Yeah, Mark.  For me, this is the second time around trying to deal internally with diametrically opposing world views. Those being simplistic and black and white on the one hand and nuanced and cosmopolitan on the other and you surely don’t want to hear about it, you in your little world.  Even before I was assigned to the 4th Infantry in Vietnam I bothered to go to my local library and check out David Halberstam’s ‘The Making of a Quagmire. David had been awarded a Pulitzer Prize for his in-country reporting for the N.Y. Times five years earlier. The blindness and group think of U.S. bureaucrats, politicians and a vast majority of those in the news and punditaucracy sector was starkly revealed in Halb’s book.

The situation that we are now in in the Mideast (as well as what is building in northern Africa) is the direct result of American citizens simply wanting to be distracted from reality outside of our borders, to be entertained.

Given that, the real powers that be have long had the NeoCons and the NeoLibs wrapped tightly around their moneyed fingers.

You are such a simpleton and a nation of simpletons can lead to danger.

John Henry Bicycle Lucas

Jan. 27, 2013, 12:03 a.m.

Mr. Crandell and Mr. Praecox, I wish to thank you for your service to our country.

I also want to thank you for being true Patriots. By your posts we can see that you cherish this nation and our freedoms, but are totally dissatisfied with our governement’s actions.

Smart Warfare, better than troops on the Ground..

John Henry Bicycle Lucas

Jan. 28, 2013, 7:56 p.m.

Rixar13, maybe we will get to see how well you like it when they are doing drone strikes on our population here.

Just hope for the best: A group of real wise leaders imerge to re-shape the the easy old model of global politics.
They have actually to be absolutely honest and have to have foreseeing-ability to picture in their minds now what the West, especially the Notrh-America (Americanda?)‘s economy shall look like at the end of this century and beyond.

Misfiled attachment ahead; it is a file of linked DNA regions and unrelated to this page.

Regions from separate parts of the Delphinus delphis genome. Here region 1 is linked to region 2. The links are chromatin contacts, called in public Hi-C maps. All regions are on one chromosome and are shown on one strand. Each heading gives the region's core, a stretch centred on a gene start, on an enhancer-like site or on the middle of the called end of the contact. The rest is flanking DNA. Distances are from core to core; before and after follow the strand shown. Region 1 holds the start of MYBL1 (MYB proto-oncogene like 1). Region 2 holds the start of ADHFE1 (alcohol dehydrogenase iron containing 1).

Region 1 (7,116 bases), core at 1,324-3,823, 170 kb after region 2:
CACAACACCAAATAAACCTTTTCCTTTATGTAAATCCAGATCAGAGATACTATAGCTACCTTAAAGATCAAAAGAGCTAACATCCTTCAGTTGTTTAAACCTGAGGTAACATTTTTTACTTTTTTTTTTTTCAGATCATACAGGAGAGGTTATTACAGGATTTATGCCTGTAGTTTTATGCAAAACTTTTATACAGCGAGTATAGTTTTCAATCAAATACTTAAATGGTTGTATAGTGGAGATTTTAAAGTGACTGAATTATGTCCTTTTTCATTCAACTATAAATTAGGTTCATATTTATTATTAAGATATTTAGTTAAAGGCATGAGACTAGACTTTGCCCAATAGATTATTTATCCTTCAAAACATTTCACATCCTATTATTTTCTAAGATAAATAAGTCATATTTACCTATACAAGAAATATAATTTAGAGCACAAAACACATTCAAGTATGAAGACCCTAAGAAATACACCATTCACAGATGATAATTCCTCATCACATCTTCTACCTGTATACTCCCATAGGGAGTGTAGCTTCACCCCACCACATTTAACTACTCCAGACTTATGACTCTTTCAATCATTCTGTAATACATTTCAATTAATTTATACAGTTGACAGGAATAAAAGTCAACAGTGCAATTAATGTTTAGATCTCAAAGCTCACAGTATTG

If their focus and calculations are for the next 4 or 8 years with their personal security and own monetary interests included, then, “Killer minded, super wealthy, religious type belief-blind thugs” will reposses soon the business of ‘outdated styled scare tactics in geo-politics with guns, bombs, nukes, high-tech digital comm. manipulation (latest addition).
We should trust in both the ‘Religion-less Creator’ and ‘Truly good humans’ ability’.

Comparing weapons?
All types of weapons with kill! None of them are nice.
I am retired veteran; the understanding is protecting our nation.
I will give my life to protect our nation.
You have better idea to protect our nation with peace.
I am 100% with you.
The new groups against us today don’t care about us or themselves, and they are fearless because they are true believers.

John Henry Bicycle Lucas

Jan. 30, 2013, 10:26 p.m.

Peter, so you think a handful of people in our government need to have a secret kill list, make themselves judge, jury and executioner?

The new groups against us today don’t care about us or themselves, and they are fearless because they are true believers.

John Henry Bicycle Lucas, I don’t like it when any government acts as judge, jury and executioner.
Read your human history we have done this for years.

“Good people do not need laws to tell them to act responsibly, while bad people will find a way around the laws.”